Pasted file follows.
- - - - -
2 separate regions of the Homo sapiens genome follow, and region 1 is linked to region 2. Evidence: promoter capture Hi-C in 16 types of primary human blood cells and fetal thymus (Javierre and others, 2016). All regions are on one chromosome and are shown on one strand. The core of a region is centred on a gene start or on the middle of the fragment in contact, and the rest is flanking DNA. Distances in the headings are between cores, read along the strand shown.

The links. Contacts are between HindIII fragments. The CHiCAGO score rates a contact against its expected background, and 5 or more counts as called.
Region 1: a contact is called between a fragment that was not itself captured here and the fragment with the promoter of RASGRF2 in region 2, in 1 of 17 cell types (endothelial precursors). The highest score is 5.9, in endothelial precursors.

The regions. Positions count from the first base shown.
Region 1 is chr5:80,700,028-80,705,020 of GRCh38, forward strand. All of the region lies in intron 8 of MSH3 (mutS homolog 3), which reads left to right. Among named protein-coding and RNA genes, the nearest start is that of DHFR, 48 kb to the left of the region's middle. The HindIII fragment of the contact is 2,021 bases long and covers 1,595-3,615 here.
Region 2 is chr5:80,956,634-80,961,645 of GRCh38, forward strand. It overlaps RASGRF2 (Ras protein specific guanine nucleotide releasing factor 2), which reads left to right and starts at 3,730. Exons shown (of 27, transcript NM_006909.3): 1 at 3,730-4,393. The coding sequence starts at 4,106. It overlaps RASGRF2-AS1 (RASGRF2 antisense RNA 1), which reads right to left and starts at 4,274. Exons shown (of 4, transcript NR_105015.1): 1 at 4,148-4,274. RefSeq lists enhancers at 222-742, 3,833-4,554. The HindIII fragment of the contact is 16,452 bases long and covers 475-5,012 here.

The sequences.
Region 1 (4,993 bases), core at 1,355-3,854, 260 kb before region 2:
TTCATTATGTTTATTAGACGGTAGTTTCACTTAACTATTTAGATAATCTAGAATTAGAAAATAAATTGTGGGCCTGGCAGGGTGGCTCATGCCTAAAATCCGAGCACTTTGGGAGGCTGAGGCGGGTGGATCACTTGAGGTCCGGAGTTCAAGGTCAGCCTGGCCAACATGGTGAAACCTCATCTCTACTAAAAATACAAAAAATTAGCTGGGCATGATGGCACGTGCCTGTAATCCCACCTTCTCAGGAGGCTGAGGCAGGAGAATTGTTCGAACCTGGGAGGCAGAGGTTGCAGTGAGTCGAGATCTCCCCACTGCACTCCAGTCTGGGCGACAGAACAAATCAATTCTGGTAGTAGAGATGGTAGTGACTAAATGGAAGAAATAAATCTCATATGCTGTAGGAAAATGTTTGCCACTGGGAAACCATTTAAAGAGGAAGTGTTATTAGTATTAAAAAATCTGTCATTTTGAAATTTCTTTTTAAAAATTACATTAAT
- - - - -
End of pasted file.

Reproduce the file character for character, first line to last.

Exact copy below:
2 separate regions of the Homo sapiens genome follow, and region 1 is linked to region 2. Evidence: promoter capture Hi-C in 16 types of primary human blood cells and fetal thymus (Javierre and others, 2016). All regions are on one chromosome and are shown on one strand. The core of a region is centred on a gene start or on the middle of the fragment in contact, and the rest is flanking DNA. Distances in the headings are between cores, read along the strand shown.

The links. Contacts are between HindIII fragments. The CHiCAGO score rates a contact against its expected background, and 5 or more counts as called.
Region 1: a contact is called between a fragment that was not itself captured here and the fragment with the promoter of RASGRF2 in region 2, in 1 of 17 cell types (endothelial precursors). The highest score is 5.9, in endothelial precursors.

The regions. Positions count from the first base shown.
Region 1 is chr5:80,700,028-80,705,020 of GRCh38, forward strand. All of the region lies in intron 8 of MSH3 (mutS homolog 3), which reads left to right. Among named protein-coding and RNA genes, the nearest start is that of DHFR, 48 kb to the left of the region's middle. The HindIII fragment of the contact is 2,021 bases long and covers 1,595-3,615 here.
Region 2 is chr5:80,956,634-80,961,645 of GRCh38, forward strand. It overlaps RASGRF2 (Ras protein specific guanine nucleotide releasing factor 2), which reads left to right and starts at 3,730. Exons shown (of 27, transcript NM_006909.3): 1 at 3,730-4,393. The coding sequence starts at 4,106. It overlaps RASGRF2-AS1 (RASGRF2 antisense RNA 1), which reads right to left and starts at 4,274. Exons shown (of 4, transcript NR_105015.1): 1 at 4,148-4,274. RefSeq lists enhancers at 222-742, 3,833-4,554. The HindIII fragment of the contact is 16,452 bases long and covers 475-5,012 here.

The sequences.
Region 1 (4,993 bases), core at 1,355-3,854, 260 kb before region 2:
TTCATTATGTTTATTAGACGGTAGTTTCACTTAACTATTTAGATAATCTAGAATTAGAAAATAAATTGTGGGCCTGGCAGGGTGGCTCATGCCTAAAATCCGAGCACTTTGGGAGGCTGAGGCGGGTGGATCACTTGAGGTCCGGAGTTCAAGGTCAGCCTGGCCAACATGGTGAAACCTCATCTCTACTAAAAATACAAAAAATTAGCTGGGCATGATGGCACGTGCCTGTAATCCCACCTTCTCAGGAGGCTGAGGCAGGAGAATTGTTCGAACCTGGGAGGCAGAGGTTGCAGTGAGTCGAGATCTCCCCACTGCACTCCAGTCTGGGCGACAGAACAAATCAATTCTGGTAGTAGAGATGGTAGTGACTAAATGGAAGAAATAAATCTCATATGCTGTAGGAAAATGTTTGCCACTGGGAAACCATTTAAAGAGGAAGTGTTATTAGTATTAAAAAATCTGTCATTTTGAAATTTCTTTTTAAAAATTACATTAAT